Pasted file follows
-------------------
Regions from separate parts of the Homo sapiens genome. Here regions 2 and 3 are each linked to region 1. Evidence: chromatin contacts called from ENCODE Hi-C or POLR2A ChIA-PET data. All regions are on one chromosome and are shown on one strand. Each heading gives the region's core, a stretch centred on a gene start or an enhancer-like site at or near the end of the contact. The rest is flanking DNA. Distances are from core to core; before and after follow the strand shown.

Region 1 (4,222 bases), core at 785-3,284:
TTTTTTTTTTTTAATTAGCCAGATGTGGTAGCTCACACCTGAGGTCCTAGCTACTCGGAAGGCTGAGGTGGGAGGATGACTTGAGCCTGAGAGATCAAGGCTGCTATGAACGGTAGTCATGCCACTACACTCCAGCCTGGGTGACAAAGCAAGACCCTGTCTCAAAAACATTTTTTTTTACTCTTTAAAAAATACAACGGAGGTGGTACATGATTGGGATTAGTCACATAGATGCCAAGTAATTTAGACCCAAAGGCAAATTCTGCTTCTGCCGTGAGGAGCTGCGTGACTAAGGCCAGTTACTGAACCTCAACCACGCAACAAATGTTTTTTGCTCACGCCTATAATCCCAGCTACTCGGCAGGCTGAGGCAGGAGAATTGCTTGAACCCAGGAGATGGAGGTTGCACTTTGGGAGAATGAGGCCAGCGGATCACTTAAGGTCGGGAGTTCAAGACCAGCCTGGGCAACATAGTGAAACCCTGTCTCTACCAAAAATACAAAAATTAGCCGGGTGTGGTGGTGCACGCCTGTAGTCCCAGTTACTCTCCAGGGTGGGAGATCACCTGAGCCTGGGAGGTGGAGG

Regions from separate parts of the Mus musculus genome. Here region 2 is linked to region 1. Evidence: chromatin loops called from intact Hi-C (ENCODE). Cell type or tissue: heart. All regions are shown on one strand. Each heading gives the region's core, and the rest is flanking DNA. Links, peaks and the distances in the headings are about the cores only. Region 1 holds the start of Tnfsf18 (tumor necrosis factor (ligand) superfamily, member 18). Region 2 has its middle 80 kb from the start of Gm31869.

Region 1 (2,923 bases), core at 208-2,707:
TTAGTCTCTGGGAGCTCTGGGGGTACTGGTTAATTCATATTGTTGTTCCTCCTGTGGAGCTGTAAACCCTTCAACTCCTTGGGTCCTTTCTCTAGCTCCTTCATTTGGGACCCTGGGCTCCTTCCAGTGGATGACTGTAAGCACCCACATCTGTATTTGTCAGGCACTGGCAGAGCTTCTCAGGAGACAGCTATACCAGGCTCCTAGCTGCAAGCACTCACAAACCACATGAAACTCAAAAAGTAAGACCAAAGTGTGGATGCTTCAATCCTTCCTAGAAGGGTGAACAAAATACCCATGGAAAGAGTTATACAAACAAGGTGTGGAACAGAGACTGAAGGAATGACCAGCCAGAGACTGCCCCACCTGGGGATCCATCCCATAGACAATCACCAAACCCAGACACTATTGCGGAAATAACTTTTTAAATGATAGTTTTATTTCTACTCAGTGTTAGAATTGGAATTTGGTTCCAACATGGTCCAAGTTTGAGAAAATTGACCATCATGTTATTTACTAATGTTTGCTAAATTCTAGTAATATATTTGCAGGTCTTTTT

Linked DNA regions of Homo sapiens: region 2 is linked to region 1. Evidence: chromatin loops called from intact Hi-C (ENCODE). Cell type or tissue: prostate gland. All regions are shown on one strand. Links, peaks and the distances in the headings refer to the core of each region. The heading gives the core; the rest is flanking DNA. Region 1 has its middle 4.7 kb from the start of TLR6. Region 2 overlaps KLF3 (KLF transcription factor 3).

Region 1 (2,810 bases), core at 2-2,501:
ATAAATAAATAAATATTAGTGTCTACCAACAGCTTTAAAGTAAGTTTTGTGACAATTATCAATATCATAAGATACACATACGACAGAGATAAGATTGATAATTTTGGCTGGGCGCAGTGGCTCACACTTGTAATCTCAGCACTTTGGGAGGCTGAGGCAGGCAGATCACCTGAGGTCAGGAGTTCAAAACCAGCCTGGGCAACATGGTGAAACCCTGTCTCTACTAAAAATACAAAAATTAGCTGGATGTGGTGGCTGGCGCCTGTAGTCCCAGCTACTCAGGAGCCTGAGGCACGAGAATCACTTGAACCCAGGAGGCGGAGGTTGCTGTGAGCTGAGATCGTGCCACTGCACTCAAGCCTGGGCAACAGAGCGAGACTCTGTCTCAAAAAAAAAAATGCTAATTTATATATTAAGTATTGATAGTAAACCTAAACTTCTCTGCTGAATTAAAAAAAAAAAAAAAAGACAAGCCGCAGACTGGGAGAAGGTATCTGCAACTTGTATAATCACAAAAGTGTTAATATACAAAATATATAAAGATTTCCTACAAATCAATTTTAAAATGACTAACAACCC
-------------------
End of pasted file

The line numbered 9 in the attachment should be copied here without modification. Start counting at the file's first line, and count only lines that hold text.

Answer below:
ATAAATAAATAAATATTAGTGTCTACCAACAGCTTTAAAGTAAGTTTTGTGACAATTATCAATATCATAAGATACACATACGACAGAGATAAGATTGATAATTTTGGCTGGGCGCAGTGGCTCACACTTGTAATCTCAGCACTTTGGGAGGCTGAGGCAGGCAGATCACCTGAGGTCAGGAGTTCAAAACCAGCCTGGGCAACATGGTGAAACCCTGTCTCTACTAAAAATACAAAAATTAGCTGGATGTGGTGGCTGGCGCCTGTAGTCCCAGCTACTCAGGAGCCTGAGGCACGAGAATCACTTGAACCCAGGAGGCGGAGGTTGCTGTGAGCTGAGATCGTGCCACTGCACTCAAGCCTGGGCAACAGAGCGAGACTCTGTCTCAAAAAAAAAAATGCTAATTTATATATTAAGTATTGATAGTAAACCTAAACTTCTCTGCTGAATTAAAAAAAAAAAAAAAAGACAAGCCGCAGACTGGGAGAAGGTATCTGCAACTTGTATAATCACAAAAGTGTTAATATACAAAATATATAAAGATTTCCTACAAATCAATTTTAAAATGACTAACAACCC